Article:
Comparing the RL to the corresponding bestfit landscapes for 15 different environments each characterized by the presence of a different antiretroviral drug (see Materials and Methods), we find that ruggedness, correlation length, and neutrality are of similar magnitude in all these environments (Figure 2). However, the nodrug environment exhibits less neutrality and longer correlation length than all environments with antiretrovirals present. Interestingly, there are also consistent differences between drugclasses. Figure 2 shows results for the 3 main classes of antiretroviral drugs: protease inhibitors (green), nucleoside reverse transcriptase inhibitors (blue), and nonnucleoside reverse transcriptase inhibitors (cyan). For instance, the landscape is particularly rugged in the presence of protease inhibitors. Interestingly, protease inhibitors are also known to have the most complex resistance profiles [22], [23], [24], in the sense that resistance against them is mediated by a large number of interacting mutations.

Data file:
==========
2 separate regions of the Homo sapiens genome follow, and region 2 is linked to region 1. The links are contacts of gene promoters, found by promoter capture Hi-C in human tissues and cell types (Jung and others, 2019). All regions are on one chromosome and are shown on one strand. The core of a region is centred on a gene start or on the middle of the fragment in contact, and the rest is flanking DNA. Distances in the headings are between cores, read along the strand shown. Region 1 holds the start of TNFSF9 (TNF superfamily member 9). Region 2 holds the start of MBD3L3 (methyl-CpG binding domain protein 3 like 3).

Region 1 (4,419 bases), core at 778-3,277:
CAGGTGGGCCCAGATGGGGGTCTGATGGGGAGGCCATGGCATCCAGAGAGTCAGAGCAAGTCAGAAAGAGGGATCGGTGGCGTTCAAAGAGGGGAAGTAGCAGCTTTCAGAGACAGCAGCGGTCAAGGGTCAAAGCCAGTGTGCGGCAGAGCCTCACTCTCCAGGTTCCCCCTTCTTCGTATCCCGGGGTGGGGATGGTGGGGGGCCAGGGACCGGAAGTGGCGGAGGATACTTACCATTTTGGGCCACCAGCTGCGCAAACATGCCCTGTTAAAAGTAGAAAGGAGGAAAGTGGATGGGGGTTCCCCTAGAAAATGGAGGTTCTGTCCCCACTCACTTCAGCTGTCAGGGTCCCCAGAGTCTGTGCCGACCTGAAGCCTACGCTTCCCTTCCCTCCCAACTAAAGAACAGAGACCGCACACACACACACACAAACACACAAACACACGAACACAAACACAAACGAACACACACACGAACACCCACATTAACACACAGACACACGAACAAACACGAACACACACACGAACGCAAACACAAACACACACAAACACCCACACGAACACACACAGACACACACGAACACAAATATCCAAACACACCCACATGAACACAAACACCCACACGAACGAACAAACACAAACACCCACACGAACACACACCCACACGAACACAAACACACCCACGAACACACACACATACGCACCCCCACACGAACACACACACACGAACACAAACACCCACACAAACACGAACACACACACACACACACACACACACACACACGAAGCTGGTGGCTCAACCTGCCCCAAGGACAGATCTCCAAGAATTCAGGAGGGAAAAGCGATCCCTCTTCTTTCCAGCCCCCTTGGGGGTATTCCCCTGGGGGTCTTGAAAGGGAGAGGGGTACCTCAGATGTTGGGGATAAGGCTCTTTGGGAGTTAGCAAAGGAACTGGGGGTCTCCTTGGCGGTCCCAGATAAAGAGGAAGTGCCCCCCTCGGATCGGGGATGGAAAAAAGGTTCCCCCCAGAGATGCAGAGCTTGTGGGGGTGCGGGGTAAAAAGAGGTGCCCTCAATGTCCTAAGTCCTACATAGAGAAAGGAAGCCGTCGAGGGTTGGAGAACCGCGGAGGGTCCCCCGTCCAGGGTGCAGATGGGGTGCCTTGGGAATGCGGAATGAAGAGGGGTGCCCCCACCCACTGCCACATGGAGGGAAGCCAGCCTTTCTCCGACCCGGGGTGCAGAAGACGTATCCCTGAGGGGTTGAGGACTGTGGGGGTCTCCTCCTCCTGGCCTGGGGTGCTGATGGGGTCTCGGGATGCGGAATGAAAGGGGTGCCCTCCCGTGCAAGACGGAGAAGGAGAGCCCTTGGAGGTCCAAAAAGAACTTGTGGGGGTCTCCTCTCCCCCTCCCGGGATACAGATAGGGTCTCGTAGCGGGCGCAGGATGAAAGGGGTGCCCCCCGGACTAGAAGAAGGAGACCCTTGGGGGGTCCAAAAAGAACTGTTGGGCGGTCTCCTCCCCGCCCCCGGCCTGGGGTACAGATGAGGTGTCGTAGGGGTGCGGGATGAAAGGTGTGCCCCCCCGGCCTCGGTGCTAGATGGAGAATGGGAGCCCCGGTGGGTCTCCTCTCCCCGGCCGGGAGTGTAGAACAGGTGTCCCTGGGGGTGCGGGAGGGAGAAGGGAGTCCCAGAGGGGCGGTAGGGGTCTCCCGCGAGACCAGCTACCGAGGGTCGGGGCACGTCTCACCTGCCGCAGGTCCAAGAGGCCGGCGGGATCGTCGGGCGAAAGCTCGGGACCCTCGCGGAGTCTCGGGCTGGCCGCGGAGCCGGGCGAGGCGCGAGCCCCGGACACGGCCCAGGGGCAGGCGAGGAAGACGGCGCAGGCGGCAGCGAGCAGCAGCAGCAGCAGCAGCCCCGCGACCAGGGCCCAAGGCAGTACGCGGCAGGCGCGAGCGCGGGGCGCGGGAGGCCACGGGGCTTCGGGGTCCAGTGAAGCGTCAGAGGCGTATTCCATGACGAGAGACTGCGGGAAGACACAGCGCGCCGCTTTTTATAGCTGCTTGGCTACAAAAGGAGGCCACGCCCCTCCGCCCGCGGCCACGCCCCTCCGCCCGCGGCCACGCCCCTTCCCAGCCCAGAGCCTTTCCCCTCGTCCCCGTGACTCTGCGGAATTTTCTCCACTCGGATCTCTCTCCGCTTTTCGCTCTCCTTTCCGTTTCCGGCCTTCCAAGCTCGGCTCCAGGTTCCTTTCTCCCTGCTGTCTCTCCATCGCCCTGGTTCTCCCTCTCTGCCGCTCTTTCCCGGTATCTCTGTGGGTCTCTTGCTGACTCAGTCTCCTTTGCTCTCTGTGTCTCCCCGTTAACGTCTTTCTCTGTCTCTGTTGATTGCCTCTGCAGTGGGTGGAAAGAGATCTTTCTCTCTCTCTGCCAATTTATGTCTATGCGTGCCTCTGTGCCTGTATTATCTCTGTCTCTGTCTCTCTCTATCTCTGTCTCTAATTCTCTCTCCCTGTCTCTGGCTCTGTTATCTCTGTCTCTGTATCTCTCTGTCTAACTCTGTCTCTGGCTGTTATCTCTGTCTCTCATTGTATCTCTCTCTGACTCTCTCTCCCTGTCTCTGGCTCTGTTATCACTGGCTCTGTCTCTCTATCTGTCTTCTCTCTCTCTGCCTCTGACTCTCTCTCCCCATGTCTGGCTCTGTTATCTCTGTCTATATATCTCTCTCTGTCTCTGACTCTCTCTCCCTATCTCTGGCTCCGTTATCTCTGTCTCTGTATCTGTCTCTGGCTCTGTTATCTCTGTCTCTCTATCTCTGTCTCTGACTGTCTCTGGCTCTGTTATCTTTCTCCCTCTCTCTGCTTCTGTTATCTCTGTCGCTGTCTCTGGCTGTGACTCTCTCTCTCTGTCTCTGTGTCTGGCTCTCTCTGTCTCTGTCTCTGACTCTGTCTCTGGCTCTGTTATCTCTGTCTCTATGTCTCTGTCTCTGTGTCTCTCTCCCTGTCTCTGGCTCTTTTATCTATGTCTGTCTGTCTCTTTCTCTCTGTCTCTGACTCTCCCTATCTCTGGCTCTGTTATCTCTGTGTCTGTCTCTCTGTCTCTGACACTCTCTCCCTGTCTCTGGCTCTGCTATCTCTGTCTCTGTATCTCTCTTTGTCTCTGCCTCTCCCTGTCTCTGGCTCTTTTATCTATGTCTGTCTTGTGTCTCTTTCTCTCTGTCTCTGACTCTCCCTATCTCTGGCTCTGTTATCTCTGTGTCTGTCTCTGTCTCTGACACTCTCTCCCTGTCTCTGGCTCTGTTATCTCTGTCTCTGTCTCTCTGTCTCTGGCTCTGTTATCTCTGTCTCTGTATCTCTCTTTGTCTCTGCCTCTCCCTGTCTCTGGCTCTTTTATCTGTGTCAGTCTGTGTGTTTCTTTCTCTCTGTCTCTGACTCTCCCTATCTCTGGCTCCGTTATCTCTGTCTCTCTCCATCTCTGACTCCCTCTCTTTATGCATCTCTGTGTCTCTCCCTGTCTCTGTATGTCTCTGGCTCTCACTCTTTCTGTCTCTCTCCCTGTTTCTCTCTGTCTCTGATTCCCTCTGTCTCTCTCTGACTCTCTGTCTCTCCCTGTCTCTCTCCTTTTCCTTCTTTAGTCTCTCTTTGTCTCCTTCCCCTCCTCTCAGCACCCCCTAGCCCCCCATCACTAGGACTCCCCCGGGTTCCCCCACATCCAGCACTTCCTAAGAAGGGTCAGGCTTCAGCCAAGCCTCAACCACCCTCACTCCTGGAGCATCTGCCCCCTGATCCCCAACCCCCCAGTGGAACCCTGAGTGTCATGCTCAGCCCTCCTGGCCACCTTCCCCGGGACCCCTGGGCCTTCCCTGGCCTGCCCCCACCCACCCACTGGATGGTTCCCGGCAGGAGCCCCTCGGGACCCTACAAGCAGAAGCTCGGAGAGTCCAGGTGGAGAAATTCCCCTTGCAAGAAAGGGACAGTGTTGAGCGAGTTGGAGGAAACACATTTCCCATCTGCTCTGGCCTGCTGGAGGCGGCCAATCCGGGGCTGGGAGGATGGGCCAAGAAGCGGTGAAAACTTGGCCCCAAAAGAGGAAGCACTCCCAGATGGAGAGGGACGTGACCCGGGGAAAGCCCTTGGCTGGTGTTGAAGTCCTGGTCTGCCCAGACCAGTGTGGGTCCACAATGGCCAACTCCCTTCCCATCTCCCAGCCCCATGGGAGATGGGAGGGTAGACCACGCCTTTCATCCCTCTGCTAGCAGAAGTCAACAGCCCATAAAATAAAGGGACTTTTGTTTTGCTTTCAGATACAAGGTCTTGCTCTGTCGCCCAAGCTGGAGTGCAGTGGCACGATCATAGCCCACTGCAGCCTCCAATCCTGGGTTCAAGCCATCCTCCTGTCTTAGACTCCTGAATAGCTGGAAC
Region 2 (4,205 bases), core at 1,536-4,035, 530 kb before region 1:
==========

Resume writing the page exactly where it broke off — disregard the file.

To assess the impact of the strength of epitasis relative to that of main effects, we consider alternative landscapes in which fitness interactions between mutations are weaker. We chose the RL as a reference because it has the highest predictive power (see [21] and Figure S1). However, this landscape might overestimate the role of epistasis for statistical reasons (see Materials and Methods). A landscape based on a more conservative estimate of the role of epistasis can be obtained by fitting a hierarchical model that first estimates the effects of individual mutations (“main effects”) and then uses pairwise interactions between mutations (“epistasis”) to explain the remaining variance in the biological data (see Materials and Methods). This hierarchical landscape (HL) has a predictive power almost equal to that of the RL (see Materials and Methods). As both the RL and the HL represent equally valid approximations of the true biological fitness landscape, the true magnitude of epistasis will presumably lie between these two extremes. To further explore the role of epistasis we can reduce its magnitude beyond the realistic range by reducing all epistatic interactions in the HL by a factor ε (0≤ε≤1). The predictive power of the corresponding landscapes (HL_{ε}) decreases for small ε, but even for ε = 0 the predictive power is only reduced by 13% (see Materials and Methods). This continuum of the HL_{ε} landscapes allows us to study the effect of the relative strength of epistasis on ruggedness, correlation length and neutrality.